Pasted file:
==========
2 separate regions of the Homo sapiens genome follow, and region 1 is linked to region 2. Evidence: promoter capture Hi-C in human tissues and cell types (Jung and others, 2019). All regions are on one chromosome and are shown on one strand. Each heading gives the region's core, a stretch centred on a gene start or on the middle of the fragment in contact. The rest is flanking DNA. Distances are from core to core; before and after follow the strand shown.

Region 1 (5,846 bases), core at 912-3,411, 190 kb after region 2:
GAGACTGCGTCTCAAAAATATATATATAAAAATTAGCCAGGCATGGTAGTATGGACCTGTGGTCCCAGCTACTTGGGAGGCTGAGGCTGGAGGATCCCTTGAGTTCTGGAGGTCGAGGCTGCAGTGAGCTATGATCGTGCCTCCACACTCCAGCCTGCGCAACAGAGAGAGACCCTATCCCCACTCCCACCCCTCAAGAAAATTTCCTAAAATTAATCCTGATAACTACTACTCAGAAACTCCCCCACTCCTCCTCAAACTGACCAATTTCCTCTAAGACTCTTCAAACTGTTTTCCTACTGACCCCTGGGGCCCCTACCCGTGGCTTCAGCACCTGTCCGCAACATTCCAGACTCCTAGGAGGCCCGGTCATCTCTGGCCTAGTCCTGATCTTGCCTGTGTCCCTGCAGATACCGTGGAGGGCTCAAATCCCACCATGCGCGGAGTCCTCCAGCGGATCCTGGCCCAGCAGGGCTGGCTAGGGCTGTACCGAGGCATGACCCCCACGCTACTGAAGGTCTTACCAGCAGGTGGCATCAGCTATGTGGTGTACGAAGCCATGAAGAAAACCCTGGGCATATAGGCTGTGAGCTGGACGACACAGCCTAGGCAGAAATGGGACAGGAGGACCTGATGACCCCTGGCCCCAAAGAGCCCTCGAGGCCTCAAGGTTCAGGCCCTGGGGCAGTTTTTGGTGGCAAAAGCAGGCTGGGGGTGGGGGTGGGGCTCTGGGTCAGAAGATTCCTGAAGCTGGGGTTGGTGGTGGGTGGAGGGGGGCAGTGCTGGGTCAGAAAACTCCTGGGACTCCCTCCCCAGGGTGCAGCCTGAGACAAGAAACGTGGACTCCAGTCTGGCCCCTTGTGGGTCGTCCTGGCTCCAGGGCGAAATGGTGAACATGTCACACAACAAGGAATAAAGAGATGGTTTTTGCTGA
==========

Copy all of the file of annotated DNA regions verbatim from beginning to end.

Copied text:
2 separate regions of the Homo sapiens genome follow, and region 1 is linked to region 2. Evidence: promoter capture Hi-C in human tissues and cell types (Jung and others, 2019). All regions are on one chromosome and are shown on one strand. Each heading gives the region's core, a stretch centred on a gene start or on the middle of the fragment in contact. The rest is flanking DNA. Distances are from core to core; before and after follow the strand shown.

Region 1 (5,846 bases), core at 912-3,411, 190 kb after region 2:
GAGACTGCGTCTCAAAAATATATATATAAAAATTAGCCAGGCATGGTAGTATGGACCTGTGGTCCCAGCTACTTGGGAGGCTGAGGCTGGAGGATCCCTTGAGTTCTGGAGGTCGAGGCTGCAGTGAGCTATGATCGTGCCTCCACACTCCAGCCTGCGCAACAGAGAGAGACCCTATCCCCACTCCCACCCCTCAAGAAAATTTCCTAAAATTAATCCTGATAACTACTACTCAGAAACTCCCCCACTCCTCCTCAAACTGACCAATTTCCTCTAAGACTCTTCAAACTGTTTTCCTACTGACCCCTGGGGCCCCTACCCGTGGCTTCAGCACCTGTCCGCAACATTCCAGACTCCTAGGAGGCCCGGTCATCTCTGGCCTAGTCCTGATCTTGCCTGTGTCCCTGCAGATACCGTGGAGGGCTCAAATCCCACCATGCGCGGAGTCCTCCAGCGGATCCTGGCCCAGCAGGGCTGGCTAGGGCTGTACCGAGGCATGACCCCCACGCTACTGAAGGTCTTACCAGCAGGTGGCATCAGCTATGTGGTGTACGAAGCCATGAAGAAAACCCTGGGCATATAGGCTGTGAGCTGGACGACACAGCCTAGGCAGAAATGGGACAGGAGGACCTGATGACCCCTGGCCCCAAAGAGCCCTCGAGGCCTCAAGGTTCAGGCCCTGGGGCAGTTTTTGGTGGCAAAAGCAGGCTGGGGGTGGGGGTGGGGCTCTGGGTCAGAAGATTCCTGAAGCTGGGGTTGGTGGTGGGTGGAGGGGGGCAGTGCTGGGTCAGAAAACTCCTGGGACTCCCTCCCCAGGGTGCAGCCTGAGACAAGAAACGTGGACTCCAGTCTGGCCCCTTGTGGGTCGTCCTGGCTCCAGGGCGAAATGGTGAACATGTCACACAACAAGGAATAAAGAGATGGTTTTTGCTGA